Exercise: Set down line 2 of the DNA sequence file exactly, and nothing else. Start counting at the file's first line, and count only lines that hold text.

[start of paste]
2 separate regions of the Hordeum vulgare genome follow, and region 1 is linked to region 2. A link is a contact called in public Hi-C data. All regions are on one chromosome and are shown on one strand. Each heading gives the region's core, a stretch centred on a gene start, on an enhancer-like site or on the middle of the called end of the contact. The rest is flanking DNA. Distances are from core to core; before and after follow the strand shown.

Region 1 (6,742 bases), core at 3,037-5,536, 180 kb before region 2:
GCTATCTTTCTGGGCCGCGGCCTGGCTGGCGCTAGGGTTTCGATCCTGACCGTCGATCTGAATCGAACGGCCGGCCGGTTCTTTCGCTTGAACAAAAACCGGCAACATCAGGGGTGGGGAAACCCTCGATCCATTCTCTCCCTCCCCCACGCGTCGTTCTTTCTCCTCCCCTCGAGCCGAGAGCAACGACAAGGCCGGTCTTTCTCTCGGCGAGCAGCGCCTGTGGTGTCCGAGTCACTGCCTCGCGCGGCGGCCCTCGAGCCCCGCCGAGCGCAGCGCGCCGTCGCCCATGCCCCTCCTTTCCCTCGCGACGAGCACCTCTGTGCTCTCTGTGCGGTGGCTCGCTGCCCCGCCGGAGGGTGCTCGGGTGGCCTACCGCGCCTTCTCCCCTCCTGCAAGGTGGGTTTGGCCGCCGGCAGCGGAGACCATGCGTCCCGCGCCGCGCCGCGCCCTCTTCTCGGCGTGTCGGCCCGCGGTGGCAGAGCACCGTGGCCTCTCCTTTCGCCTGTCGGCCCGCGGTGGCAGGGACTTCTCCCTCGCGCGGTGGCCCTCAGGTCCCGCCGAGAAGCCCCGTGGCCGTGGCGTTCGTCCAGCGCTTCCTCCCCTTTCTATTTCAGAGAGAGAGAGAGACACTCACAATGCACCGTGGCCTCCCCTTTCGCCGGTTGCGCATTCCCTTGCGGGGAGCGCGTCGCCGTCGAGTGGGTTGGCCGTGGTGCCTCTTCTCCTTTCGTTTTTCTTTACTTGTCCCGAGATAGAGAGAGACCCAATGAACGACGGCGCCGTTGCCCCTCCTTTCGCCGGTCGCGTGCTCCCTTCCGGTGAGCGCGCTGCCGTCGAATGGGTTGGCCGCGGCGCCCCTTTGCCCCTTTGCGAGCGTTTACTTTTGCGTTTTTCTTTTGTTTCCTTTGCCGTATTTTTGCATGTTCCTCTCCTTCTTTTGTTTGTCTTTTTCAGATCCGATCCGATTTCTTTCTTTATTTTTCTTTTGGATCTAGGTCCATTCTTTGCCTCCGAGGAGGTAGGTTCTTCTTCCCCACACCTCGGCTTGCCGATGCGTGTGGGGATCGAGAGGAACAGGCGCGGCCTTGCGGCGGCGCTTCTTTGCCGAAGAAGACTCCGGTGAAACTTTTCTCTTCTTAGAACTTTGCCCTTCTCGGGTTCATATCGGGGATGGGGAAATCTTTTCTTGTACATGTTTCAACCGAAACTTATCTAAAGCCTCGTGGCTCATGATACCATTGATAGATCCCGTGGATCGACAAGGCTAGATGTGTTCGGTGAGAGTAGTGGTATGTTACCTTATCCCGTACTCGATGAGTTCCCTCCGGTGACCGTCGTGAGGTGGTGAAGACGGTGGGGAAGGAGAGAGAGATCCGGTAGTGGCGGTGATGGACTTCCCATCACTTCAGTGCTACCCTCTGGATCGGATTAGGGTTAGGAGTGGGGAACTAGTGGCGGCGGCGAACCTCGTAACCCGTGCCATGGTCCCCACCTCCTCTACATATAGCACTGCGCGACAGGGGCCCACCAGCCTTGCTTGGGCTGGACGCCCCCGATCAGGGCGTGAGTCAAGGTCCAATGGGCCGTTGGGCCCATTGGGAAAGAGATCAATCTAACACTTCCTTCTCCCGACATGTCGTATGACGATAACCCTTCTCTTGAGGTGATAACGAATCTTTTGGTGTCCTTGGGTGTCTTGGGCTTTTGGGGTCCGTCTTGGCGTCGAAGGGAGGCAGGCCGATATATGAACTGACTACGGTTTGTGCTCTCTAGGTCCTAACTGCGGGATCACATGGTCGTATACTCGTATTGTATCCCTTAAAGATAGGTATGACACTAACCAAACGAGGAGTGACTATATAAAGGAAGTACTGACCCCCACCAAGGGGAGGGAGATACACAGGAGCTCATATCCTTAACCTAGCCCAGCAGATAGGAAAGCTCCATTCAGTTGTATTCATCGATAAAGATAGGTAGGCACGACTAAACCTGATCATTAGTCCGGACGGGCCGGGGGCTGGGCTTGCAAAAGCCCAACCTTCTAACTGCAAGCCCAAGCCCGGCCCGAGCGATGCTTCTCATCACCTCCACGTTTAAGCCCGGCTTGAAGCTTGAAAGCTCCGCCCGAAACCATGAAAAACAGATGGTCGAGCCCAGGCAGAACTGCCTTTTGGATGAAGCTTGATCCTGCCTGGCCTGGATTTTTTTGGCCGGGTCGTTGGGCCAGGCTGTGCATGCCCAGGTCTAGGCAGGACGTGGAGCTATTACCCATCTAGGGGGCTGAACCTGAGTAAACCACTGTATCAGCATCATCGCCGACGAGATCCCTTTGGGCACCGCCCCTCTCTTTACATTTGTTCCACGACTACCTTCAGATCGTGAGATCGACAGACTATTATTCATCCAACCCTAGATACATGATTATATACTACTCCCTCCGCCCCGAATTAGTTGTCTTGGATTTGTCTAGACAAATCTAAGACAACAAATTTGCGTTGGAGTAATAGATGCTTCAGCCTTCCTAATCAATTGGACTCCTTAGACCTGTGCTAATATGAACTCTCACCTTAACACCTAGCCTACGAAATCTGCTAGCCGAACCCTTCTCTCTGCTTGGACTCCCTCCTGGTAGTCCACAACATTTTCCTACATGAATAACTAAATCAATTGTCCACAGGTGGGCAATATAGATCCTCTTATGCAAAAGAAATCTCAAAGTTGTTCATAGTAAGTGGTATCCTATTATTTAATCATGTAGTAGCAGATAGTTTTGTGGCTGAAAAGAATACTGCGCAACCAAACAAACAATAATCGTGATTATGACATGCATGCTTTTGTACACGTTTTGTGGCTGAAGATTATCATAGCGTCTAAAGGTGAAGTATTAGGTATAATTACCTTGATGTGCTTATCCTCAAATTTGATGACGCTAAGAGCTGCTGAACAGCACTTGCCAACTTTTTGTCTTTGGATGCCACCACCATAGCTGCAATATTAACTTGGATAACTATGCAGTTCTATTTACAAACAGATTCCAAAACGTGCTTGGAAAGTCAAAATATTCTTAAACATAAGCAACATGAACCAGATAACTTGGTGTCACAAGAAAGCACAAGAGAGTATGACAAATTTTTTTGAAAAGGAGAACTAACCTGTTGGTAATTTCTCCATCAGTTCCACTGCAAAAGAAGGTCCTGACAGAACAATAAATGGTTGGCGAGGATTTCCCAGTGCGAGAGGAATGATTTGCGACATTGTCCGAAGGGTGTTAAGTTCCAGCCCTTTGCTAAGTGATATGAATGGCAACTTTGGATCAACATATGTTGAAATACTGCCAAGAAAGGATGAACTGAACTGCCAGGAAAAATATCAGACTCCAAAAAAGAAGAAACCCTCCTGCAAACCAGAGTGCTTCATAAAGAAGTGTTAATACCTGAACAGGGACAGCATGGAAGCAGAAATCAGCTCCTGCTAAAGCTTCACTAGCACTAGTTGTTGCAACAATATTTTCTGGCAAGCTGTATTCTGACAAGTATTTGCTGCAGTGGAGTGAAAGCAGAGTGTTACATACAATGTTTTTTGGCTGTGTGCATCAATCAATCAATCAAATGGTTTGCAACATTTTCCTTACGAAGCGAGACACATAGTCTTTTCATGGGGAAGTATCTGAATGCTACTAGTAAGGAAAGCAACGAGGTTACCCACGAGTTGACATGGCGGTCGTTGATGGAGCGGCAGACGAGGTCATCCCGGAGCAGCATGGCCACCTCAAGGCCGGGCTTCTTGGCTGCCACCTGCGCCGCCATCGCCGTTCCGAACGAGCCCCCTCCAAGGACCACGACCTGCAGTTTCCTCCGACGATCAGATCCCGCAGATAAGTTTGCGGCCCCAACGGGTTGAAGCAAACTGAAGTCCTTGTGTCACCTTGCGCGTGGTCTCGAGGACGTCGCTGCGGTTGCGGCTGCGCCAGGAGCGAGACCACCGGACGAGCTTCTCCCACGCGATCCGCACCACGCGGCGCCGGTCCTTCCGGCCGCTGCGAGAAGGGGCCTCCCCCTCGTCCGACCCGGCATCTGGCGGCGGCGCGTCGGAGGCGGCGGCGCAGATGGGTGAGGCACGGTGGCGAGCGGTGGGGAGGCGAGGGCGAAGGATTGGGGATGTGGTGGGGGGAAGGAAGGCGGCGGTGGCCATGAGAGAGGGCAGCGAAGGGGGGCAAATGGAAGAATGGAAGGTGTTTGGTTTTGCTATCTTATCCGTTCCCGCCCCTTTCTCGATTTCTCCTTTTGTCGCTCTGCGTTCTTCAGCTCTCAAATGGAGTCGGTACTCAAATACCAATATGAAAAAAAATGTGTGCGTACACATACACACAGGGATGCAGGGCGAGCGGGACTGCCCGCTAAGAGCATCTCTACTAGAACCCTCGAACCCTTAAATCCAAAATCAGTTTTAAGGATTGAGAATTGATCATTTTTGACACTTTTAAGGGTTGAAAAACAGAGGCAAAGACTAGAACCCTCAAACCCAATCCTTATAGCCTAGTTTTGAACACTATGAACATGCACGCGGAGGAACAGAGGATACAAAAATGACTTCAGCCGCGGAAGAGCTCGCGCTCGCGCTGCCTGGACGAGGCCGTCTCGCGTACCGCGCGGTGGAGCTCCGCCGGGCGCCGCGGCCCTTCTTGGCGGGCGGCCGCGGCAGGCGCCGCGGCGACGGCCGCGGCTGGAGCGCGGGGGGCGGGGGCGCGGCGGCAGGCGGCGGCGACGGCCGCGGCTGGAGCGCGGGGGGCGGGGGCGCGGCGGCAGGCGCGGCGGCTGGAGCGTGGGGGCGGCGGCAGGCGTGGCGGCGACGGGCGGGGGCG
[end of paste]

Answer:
Region 1 (6,742 bases), core at 3,037-5,536, 180 kb before region 2: